56. 56. Plants vs Humans most common Element needs Plants Humans Element Element Carbon Carbon Hydrogen Hydrogen Oxygen Oxygen Nitrogen Nitrogen Phosphorous Phosphorous Sulfur Potassium Sulfur http://www.mii.org/periodic/lifeelement.html http://www.sciencelearn.org.nz/Contexts/Just-Elemental/Science-Ideas-and-Concepts/The-essential-elements http://www.ncagr.gov/cyber/kidswrld/plant/nutrient.htm jschmied©2015
  57. 57. About the author: John Schmied has been a secondary science school teacher for 20 years and is involved in developing practical, yet innovative, hands on curriculum for teens. In addition he is a Chemical Hygiene Officer and an Environmental Educator. He has created, developed and manages a 6 acre Environmental Center at his school site. John’s presentations are viewed worldwide & have been in the top 5% of Slideshare for multiple years. During this time John served as the Strategic planner for the Friends of the Hidden River a 501(C)(3) non profit. • Over the past 13 years Friends helped King County, WA design, fund, construct & develop the 14,800 sqft Brightwater Environmental Center in Woodinville WA. • John is the Director & a principal developer of the Ground to Sound STEM Environmental Challenge course, a locally popular cutting edge environmental program that merges, Science, Tech, Art, Multimedia and other disciplines with Leadership studies at the Center Prior to this period John served as a Coast Guard Officer, primarily involved in ice, navigation & search and rescue operations. His specialties are Ship handling, Diving and Oceanographic Operations. John can be contacted via Linked In.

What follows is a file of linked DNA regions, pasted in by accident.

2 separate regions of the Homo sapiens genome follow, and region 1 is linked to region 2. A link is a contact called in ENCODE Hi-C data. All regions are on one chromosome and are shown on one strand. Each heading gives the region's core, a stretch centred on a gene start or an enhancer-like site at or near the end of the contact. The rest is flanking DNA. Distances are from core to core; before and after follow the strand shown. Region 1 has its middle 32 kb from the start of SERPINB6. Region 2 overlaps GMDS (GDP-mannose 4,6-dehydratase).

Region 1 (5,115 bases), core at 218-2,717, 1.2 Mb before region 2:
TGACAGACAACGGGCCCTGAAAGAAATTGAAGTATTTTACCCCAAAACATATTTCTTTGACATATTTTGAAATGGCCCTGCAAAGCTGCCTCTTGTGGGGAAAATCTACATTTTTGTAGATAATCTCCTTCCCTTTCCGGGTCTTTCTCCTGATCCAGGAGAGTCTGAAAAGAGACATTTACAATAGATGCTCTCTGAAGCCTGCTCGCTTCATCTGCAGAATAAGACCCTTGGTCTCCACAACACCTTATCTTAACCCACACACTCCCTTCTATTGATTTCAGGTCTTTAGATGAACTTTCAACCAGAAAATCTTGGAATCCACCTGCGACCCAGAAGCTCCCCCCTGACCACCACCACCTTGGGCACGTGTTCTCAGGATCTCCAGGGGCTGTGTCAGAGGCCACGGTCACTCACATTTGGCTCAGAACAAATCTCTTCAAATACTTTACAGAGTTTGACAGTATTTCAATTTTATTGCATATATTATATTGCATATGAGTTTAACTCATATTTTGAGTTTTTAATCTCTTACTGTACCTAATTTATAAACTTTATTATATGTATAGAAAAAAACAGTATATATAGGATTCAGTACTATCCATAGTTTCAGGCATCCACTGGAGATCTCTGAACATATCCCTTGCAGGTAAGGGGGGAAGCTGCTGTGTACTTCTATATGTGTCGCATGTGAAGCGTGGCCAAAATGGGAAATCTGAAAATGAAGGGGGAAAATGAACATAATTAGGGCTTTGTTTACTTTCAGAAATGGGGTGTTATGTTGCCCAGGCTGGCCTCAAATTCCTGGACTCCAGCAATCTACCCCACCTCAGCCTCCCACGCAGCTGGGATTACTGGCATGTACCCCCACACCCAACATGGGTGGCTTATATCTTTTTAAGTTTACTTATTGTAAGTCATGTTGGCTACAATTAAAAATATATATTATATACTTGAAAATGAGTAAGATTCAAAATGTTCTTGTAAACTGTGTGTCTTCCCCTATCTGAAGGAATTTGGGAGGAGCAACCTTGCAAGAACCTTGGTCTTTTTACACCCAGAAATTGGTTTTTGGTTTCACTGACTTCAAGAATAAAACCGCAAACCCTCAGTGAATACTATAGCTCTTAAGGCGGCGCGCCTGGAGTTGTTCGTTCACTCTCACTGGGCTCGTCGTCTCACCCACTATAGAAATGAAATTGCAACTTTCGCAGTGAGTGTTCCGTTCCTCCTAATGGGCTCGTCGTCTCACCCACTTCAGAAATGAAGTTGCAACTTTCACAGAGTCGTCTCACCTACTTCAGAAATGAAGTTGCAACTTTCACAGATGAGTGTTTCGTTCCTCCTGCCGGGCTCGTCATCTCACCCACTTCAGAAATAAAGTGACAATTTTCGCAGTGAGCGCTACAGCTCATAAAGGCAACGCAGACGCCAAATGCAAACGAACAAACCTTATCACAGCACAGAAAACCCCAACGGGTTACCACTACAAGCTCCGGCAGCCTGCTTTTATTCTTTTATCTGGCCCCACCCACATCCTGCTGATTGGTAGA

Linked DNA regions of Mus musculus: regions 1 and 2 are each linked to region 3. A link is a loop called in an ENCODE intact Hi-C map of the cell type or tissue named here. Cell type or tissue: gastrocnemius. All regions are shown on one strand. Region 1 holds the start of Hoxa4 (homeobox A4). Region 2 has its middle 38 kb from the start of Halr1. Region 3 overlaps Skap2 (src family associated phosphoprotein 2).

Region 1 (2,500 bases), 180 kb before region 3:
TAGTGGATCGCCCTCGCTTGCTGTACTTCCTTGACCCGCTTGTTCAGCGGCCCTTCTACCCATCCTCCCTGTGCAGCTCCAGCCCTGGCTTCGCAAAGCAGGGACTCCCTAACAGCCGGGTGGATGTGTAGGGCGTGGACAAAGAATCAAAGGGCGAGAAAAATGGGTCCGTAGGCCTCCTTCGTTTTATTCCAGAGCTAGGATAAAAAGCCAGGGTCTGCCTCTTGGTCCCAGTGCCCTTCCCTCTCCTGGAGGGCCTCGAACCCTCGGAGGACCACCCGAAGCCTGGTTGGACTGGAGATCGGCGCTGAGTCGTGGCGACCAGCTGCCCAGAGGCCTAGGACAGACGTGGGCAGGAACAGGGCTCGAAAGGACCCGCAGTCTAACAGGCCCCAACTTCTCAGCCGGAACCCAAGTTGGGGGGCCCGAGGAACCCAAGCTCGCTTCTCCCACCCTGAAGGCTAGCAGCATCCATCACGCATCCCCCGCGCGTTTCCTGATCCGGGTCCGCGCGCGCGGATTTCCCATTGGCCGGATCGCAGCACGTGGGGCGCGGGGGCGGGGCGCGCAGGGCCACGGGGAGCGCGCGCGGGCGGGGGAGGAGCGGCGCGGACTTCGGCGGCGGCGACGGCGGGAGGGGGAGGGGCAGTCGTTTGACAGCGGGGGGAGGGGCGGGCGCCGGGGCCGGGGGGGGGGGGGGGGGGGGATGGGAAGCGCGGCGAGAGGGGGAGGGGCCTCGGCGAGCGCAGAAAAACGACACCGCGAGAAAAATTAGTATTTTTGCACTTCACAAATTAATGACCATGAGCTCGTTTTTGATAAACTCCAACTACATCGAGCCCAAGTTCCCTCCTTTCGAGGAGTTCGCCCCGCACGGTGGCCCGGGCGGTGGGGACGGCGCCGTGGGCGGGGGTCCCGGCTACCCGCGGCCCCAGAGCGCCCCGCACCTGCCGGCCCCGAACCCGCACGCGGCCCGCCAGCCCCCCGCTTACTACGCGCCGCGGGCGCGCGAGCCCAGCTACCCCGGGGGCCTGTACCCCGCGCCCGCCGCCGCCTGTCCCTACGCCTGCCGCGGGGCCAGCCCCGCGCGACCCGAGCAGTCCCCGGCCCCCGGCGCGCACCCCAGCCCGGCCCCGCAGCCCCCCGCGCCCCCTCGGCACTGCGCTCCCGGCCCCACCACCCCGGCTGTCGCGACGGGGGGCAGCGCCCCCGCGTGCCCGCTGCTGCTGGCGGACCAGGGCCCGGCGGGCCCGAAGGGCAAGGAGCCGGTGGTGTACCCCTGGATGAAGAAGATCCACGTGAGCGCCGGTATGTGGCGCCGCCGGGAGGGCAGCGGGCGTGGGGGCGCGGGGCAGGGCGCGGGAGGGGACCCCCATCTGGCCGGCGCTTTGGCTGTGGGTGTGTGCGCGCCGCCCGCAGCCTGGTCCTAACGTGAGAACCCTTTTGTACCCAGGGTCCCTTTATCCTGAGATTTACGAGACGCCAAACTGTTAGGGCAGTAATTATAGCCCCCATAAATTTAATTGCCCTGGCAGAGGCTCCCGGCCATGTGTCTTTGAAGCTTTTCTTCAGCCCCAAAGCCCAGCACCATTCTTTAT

×